Aaron Judge still isn’t swinging a bat in his Yankees rehab
Dan Martin

Marcus Thames has been able to work with a handful of players who stayed in Tampa during the COVID-19 pandemic, but the Yankees hitting coach is still waiting for Aaron Judge to be healthy.

“It’s been tough,’’ Thames said on YES Network of Judge not being able to swing as he recovers from the fractured rib that sidelined him this spring.

While teammates such as Giancarlo Stanton and DJ LeMahieu take batting practice and hit in the cage, Judge is still unable to join them.

“He walks by the cage and helps guys pick up balls,’’ Thames said. “He really wants to get going. [We’re] just trying to stay safe. When the doctors let him, [we’ll] turn him loose. He’ll be ready. He’s chomping at the bit to get out there and start working hard on his swing.”

Judge likely suffered the rib injury — along with a punctured lung — on a diving play last September, but it wasn’t diagnosed until this spring.

Image

Last week, general manager Brian Cashman called it a “very unique injury” and one that is “extremely challenging to diagnose,” which helps explain why it took the Yankees so long to determine exactly what was wrong with the right fielder when he experienced pain near his shoulder throughout the spring.

Because of the nature of the injury, Cashman said he had expected Judge to be out until the summer even before the sport was shut down by the coronavirus pandemic in March.

Several CT scans have shown evidence of improvement, which is good news, since Judge and the Yankees are hoping to avoid surgery, which could include removing the rib.

Meanwhile, Stanton, fully healed from the calf strain that bothered him during the spring, has “been looking good,’’ according to Thames.

“His swing is where it needs to be,’’ Thames said. “He’s been hitting off the machine and hitting BP on the field. He’s a pro. He gets his work done. He’s ready to go and I think his teammates are excited by that.’’

But the situation in Tampa remains far from normal, even with the possibility of a resumption of spring training, as MLB and the Players Association try to reach an agreement. Thames said they are listening to health officials and keeping their distance when at the facility several times a week.

“It’s different,’’ Thames said of the atmosphere at George M. Steinbrenner Field. “It’s weird not having all the guys here. [Aaron] Boone is back home with his family. We try to play music and keep it loose as possible and stay positive. Guys are really hoping we get a chance to get back on the field.’’

If that happens, Thames is confident his hitters won’t need long to regain their form.

“Guys are trying to do as much as possible to make sure they’re ready to go if we get ready to go again,’’ Thames said.

The biggest challenge will be timing.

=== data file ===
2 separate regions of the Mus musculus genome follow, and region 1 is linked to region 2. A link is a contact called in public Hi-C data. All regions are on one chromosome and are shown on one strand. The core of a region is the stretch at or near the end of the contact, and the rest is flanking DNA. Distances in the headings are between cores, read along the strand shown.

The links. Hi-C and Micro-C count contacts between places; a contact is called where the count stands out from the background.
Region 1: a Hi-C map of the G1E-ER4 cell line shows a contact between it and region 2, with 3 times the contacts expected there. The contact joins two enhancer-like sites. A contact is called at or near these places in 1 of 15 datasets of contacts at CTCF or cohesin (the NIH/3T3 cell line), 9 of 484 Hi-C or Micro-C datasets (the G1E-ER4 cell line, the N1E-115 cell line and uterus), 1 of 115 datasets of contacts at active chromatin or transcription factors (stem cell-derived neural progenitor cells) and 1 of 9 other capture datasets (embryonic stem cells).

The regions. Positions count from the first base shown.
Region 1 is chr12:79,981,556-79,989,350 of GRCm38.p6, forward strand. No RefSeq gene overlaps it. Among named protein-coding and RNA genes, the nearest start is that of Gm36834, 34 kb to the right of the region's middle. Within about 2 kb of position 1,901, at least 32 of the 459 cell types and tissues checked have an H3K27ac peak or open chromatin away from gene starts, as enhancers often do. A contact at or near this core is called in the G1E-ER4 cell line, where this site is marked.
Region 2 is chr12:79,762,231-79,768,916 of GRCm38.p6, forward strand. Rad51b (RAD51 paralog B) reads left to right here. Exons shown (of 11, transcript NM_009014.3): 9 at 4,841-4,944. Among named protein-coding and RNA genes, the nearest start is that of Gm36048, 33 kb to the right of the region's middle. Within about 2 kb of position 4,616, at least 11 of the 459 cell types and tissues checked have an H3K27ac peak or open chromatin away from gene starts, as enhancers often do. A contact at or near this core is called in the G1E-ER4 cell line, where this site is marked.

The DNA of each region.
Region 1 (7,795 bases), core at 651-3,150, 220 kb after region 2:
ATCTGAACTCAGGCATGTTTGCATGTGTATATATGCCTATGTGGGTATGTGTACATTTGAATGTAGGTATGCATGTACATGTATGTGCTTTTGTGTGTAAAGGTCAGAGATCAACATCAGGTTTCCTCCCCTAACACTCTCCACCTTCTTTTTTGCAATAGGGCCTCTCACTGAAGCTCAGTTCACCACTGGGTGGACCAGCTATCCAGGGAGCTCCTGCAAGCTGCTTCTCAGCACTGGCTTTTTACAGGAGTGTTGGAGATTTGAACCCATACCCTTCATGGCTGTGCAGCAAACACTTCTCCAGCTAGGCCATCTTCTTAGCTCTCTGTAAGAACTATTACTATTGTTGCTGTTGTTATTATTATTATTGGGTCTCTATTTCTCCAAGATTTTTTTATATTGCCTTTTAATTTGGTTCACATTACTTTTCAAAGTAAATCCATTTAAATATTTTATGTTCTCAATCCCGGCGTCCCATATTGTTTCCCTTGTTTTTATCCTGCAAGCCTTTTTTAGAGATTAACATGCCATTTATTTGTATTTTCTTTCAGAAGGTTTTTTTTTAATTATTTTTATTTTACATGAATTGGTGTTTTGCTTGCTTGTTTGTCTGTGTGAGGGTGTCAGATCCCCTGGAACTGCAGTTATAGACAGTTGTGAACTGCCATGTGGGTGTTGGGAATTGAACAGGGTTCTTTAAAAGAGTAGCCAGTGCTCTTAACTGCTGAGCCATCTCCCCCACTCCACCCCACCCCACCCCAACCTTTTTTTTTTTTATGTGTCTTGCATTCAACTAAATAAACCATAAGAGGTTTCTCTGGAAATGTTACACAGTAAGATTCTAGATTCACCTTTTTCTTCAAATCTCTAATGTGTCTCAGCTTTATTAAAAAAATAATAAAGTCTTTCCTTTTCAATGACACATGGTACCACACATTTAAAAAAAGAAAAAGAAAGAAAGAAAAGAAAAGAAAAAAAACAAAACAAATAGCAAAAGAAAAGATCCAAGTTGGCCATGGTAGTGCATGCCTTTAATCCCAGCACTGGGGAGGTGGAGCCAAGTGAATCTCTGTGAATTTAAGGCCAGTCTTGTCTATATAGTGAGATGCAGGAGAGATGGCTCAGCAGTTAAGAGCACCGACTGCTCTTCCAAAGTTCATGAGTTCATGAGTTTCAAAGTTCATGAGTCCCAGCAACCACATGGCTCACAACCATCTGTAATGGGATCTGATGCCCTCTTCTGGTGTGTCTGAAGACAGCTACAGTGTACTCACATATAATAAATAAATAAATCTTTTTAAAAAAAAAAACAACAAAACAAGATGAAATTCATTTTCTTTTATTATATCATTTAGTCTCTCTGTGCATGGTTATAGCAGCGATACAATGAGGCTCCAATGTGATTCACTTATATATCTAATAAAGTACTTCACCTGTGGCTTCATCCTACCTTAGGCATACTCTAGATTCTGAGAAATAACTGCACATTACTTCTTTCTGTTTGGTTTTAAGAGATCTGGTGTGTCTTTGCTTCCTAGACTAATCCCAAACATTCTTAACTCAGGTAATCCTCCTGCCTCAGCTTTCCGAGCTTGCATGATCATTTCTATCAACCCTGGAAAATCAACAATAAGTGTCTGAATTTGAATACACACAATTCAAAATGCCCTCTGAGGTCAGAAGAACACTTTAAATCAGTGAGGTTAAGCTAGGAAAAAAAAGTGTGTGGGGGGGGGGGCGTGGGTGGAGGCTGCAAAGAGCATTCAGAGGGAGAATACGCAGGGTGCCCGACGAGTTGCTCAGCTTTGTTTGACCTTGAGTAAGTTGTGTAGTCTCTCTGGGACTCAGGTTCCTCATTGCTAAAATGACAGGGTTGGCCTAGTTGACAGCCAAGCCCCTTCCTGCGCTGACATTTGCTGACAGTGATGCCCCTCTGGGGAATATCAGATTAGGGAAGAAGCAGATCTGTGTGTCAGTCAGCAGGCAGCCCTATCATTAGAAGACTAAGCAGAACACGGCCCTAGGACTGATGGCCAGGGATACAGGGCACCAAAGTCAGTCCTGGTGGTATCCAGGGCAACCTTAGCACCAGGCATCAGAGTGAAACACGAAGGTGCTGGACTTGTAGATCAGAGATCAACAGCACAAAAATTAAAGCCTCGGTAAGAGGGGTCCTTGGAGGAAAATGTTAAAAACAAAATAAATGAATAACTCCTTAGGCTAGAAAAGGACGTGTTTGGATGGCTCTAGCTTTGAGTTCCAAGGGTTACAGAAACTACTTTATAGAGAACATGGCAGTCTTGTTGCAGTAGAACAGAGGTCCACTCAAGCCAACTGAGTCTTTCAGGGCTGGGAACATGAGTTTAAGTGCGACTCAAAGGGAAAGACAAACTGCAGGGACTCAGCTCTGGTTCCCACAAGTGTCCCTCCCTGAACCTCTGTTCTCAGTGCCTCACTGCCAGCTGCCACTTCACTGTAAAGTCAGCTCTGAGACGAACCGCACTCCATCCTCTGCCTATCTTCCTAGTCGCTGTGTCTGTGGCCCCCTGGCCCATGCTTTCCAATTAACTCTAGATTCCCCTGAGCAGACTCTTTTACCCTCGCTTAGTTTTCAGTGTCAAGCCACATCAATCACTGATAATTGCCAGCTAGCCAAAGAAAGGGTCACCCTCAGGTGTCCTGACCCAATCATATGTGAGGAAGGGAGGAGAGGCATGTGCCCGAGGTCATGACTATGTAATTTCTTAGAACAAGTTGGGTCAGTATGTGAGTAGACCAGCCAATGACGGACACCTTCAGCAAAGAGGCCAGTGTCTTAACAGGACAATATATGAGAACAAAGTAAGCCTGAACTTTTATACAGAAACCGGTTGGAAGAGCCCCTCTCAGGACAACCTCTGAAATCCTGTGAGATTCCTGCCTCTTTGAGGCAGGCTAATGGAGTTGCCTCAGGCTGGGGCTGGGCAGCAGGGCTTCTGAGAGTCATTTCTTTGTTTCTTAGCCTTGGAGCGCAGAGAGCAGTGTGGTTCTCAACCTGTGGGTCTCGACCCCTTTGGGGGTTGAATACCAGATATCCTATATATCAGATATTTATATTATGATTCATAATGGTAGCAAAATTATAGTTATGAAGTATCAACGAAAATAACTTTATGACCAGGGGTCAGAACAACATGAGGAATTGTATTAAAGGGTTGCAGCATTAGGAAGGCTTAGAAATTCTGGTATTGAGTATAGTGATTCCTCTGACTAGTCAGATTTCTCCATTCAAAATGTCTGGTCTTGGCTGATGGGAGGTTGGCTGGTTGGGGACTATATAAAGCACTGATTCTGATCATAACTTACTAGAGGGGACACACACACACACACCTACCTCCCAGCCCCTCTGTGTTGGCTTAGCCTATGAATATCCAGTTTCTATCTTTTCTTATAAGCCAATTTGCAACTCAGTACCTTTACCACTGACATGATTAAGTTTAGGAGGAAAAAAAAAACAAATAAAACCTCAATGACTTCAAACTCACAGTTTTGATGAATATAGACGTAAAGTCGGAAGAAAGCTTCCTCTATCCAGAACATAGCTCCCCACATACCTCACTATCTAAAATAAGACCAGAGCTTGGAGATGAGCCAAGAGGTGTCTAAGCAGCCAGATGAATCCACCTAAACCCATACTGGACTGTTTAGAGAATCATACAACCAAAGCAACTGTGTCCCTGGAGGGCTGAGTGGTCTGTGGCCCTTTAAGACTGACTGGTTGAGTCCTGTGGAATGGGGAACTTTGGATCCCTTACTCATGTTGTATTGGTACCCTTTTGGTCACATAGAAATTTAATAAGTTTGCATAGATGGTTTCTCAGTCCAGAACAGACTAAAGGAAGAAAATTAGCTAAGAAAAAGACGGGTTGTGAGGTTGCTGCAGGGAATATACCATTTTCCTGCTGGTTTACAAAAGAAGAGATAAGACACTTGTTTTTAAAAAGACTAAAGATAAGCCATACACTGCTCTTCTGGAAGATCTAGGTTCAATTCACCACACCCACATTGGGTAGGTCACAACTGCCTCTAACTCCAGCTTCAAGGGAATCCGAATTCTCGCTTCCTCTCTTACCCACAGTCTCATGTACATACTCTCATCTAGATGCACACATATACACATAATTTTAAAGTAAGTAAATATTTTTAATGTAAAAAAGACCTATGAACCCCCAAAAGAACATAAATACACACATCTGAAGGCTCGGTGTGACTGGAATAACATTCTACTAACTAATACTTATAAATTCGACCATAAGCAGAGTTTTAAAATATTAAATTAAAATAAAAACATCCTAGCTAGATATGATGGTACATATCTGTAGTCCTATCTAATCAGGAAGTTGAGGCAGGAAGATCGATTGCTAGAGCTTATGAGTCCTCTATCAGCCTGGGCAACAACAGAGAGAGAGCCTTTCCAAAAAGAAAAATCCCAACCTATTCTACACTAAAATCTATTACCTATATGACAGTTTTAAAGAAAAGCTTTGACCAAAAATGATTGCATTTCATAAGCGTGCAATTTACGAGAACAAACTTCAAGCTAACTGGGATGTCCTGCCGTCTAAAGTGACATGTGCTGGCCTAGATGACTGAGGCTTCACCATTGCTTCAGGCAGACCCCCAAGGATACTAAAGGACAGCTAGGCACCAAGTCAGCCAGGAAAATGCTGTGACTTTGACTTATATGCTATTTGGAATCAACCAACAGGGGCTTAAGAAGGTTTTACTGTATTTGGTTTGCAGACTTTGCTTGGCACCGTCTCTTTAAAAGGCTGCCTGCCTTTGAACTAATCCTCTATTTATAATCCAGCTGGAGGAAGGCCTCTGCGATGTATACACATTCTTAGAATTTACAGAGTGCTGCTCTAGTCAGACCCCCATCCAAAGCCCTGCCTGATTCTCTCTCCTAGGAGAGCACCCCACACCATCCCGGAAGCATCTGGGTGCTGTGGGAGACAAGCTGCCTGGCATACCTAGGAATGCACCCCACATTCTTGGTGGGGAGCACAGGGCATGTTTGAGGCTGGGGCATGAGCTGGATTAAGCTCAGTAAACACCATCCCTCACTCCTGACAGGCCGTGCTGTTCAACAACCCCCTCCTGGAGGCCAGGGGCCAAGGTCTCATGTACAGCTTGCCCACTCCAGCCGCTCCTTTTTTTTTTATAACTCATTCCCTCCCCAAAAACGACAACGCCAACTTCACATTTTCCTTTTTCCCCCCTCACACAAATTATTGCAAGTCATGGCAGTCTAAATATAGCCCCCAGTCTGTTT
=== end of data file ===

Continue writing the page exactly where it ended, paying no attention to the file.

“Hitting is timing,’’ Thames said. “I think guys just have to get their timing back. Hopefully two or three weeks into it, we’ll be ready to go.’’

Now Thames is just waiting for the green light so he and the coaching staff can formulate a plan.

“We just don’t know what’s gonna happen,’’ Thames said. “We’re just hoping both sides can get together and we can get back out there and make sure everybody is safe. We miss it. That’s all we’ve done for a long time.’’
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Re: Yankees Off Season Thread

Postby T15D23 » Sat May 23, 2020 11:03 am

12 Years Later, This Trade’s Still Paying Off For Yankees
Connor Byrne

It has been a dozen years since the Yankees swung a trade for outfielder Nick Swisher, who paid immediate dividends as part of the franchise and whose acquisition continues to benefit the organization to this day. On Nov. 13, 2008, the Yankees sent two minor league pitchers – Jeff Marquez and Jhonny Nunez – as well as veteran infielder Wilson Betemit to the White Sox for Swisher and young hurler Kanekoa Texeira. Most of the pieces in the swap – Marquez, Nunez and Texeira – failed to pan out in the majors, but the move revived the switch-hitting Swisher’s career and helped him land a sizable payday in free agency down the road.

If we go back to the start, Swisher opened his career as a rather effective member of the Athletics, who chose him 16th overall in the 2002 draft. As a member of the big club from 2004-07, Swisher batted .251/.361/.464 (118 wRC+) with 80 home runs and 10.0 fWAR over 1,924 plate appearances, aiding Oakland in three plus-.500 seasons and a playoff berth. However, almost six years after spending a high pick on him, the A’s sold the affable Swisher, dealing him to the White Sox in January 2008 for a package led by left-hander Gio Gonzalez. That worked out fine for Oakland, which received a couple terrific years from Gonzalez before trading him to the Nationals in December 2011 in yet another notable transaction.

While the A’s profited from Gonzalez’s presence, his career took a bad turn in his first year out of Oakland. The 2008 campaign was one of the worst of Swisher’s time in the game, and he was unable to win the favor of then-White Sox manager Ozzie Guillen as a result. While Swisher was seemingly a solid clubhouse presence in the majors, Guillen thought the opposite. He said in November 2008, a little while after the White Sox parted with Swisher: “To be honest with you, I was not happy with the way he was reacting at the end of the season. He wasn’t helping me either.” Maybe the relationship would have been better had Swisher produced, though he instead struggled to a .219/.332/.410 line (93 wRC+) in 588 PA. But Swisher did pop 24 home runs, his third of nine straight seasons with 20-plus, and Yankees general manager Brian Cashman decided to buy low on him.